People often think of empathy as a purely sentimental skill, predicated solely on one’s ability to sympathize with the feelings of others and provide consoling advice or a touching remark. While that’s a part of it, and certainly a useful aspect of empathy, it’s not what it is in its purest form.
Empathy is not about being unquestionably nice, or sacrificing necessary assertiveness when confrontation gets hard -- it is, in its purest form, about being able to relate with and connect with others on a fundamentally human level. And, this ability to relate and connect is absolutely necessary to the culture and climate of any organization that is driven to be successful, including schools, prominent businesses and governments.
In other words, empathy is not a product of the “soft” side of human nature, it is in and of itself a product of how we relate with individuals, and ultimately determines how we interact with those individuals in the most efficient and productive ways possible.
Empathy is the means by which we weave life together. It is how we leverage the skills and talents of others, how we engage an individual’s abilities to the fullest and how we push ourselves and others to keep growing and never settle for mediocrity.
If an organization of any kind is not constantly cultivating and curating empathy in their work environment, then they cannot hope to develop meaningful collegial relationships. Even more importantly, without empathy, organizations cannot hope to build a culture and climate that is focused on reaching the people they intend to serve -- the community of individuals who believe in their mission.
In order to understand the needs of your community, you must first understand how said community interacts with your organization. If you are unaware of how you’re trying to relate to that community, and can’t clearly define the purpose you and your colleagues are working for, and with each other to accomplish, then you will not resonate with your community.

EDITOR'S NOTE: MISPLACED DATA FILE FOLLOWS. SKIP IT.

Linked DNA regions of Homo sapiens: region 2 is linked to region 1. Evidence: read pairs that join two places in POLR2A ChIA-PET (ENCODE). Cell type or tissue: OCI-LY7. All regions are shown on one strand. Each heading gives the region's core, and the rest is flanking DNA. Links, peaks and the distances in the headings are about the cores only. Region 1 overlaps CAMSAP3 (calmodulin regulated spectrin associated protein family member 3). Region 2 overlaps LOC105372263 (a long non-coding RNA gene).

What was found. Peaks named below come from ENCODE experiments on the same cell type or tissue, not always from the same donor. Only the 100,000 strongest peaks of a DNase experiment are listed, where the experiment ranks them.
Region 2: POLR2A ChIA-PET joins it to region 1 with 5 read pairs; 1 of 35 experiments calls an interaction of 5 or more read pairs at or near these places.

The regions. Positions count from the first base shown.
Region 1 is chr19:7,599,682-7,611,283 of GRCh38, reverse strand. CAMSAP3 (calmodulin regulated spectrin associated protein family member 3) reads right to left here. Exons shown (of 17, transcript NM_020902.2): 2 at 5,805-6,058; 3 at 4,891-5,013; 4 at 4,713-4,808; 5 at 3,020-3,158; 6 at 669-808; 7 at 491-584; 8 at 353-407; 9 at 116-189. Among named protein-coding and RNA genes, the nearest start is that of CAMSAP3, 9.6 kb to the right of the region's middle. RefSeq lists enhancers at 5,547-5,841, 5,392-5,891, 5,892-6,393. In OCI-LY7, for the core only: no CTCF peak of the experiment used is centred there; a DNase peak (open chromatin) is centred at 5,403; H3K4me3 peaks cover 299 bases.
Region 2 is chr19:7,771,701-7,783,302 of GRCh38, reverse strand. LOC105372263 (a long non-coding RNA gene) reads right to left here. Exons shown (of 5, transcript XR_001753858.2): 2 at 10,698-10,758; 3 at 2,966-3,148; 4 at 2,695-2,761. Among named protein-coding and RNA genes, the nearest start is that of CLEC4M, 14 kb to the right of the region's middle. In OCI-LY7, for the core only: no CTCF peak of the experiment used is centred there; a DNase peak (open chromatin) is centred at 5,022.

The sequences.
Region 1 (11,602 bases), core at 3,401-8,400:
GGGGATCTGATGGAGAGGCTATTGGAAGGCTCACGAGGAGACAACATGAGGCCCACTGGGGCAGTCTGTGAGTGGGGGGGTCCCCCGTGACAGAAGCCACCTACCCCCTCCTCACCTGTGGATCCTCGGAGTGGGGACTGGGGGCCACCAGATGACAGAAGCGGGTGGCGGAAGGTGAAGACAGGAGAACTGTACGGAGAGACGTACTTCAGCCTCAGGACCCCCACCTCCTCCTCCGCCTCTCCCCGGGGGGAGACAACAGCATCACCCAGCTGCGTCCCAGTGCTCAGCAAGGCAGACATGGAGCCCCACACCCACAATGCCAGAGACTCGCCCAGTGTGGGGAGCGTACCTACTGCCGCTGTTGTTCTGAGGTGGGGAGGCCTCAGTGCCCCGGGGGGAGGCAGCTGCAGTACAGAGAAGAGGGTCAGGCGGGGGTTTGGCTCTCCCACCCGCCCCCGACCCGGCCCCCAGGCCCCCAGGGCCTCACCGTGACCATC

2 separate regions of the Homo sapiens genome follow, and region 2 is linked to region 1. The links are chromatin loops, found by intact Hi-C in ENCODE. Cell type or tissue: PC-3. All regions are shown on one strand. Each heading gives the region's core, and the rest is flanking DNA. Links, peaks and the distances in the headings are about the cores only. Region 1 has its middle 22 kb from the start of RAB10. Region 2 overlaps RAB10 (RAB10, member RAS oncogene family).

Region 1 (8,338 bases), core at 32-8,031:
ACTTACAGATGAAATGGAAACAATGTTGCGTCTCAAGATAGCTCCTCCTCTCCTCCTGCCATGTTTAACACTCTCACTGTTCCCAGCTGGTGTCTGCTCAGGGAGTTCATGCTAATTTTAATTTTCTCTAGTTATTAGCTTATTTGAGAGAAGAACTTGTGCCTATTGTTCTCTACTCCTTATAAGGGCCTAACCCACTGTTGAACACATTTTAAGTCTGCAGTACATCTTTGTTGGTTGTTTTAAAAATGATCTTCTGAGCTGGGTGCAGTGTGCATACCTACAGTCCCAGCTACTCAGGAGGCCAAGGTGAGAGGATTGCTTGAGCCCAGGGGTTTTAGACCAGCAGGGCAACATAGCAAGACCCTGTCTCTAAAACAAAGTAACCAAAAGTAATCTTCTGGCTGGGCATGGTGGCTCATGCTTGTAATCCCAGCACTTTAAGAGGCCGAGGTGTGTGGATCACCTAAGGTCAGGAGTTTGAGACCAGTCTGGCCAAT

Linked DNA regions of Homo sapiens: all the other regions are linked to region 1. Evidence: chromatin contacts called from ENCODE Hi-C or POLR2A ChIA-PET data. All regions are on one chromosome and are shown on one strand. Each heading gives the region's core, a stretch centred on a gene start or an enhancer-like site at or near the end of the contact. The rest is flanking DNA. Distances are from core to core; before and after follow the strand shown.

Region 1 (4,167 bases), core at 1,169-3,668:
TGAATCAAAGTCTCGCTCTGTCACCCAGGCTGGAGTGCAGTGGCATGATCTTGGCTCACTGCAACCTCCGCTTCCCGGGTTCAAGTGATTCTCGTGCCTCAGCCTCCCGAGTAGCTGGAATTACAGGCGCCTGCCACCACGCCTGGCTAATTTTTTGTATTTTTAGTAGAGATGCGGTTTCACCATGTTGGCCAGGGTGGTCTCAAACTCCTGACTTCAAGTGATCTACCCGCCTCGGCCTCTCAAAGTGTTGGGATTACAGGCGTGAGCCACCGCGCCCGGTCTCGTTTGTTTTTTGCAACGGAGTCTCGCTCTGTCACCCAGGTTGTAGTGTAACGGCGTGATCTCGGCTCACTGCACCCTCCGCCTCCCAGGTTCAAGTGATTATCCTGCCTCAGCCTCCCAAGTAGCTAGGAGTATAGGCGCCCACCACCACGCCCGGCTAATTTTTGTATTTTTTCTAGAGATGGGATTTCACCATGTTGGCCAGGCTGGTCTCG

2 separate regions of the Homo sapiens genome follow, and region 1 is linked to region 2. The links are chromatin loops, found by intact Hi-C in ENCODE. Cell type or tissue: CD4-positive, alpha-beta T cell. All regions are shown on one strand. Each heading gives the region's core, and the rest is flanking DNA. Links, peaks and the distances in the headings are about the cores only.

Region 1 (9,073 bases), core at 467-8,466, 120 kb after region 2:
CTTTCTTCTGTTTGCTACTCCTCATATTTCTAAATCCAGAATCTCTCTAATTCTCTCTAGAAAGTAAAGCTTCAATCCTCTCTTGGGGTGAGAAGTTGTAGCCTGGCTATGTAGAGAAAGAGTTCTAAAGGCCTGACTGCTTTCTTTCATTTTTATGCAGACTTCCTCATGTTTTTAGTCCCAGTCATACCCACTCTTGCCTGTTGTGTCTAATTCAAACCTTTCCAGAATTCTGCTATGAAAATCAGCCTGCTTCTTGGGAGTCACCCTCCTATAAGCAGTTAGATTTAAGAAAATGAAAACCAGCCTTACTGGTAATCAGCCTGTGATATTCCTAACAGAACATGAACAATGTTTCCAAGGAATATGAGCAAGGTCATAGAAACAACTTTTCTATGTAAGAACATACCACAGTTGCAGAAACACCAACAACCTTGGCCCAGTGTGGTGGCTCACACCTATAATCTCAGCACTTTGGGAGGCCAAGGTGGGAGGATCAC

Cultivating and Curating Empathy
What is the Purpose of Your Work?
Why do you do what you do? It’s a pretty simple question, but it sometimes involves a lot of complicated answers. In the end though, it really boils down to this: why does your organization exist, and why do you believe in that existence?
It’s likely that you have a pretty good idea of the why, and that many of your colleagues do as well, but is it common? Is it other-centered instead of self-centered? Is there a purpose that transcends what you do to accomplish the why and that focuses on the passion for why you do something? Is this passion shared amongst everyone? If not, how can you go about sharing this passion, or cultivating it in your work environment?
Consider curating other environments and looking for the common thread that defines the purpose of those environments.
Are there some examples where you have seen a purpose driven organization reach their goals because of the passion they associate with the work? What is the emphasis they place on their internal culture? How does it face outward to their community of supporters? How can this be replicated in your environment?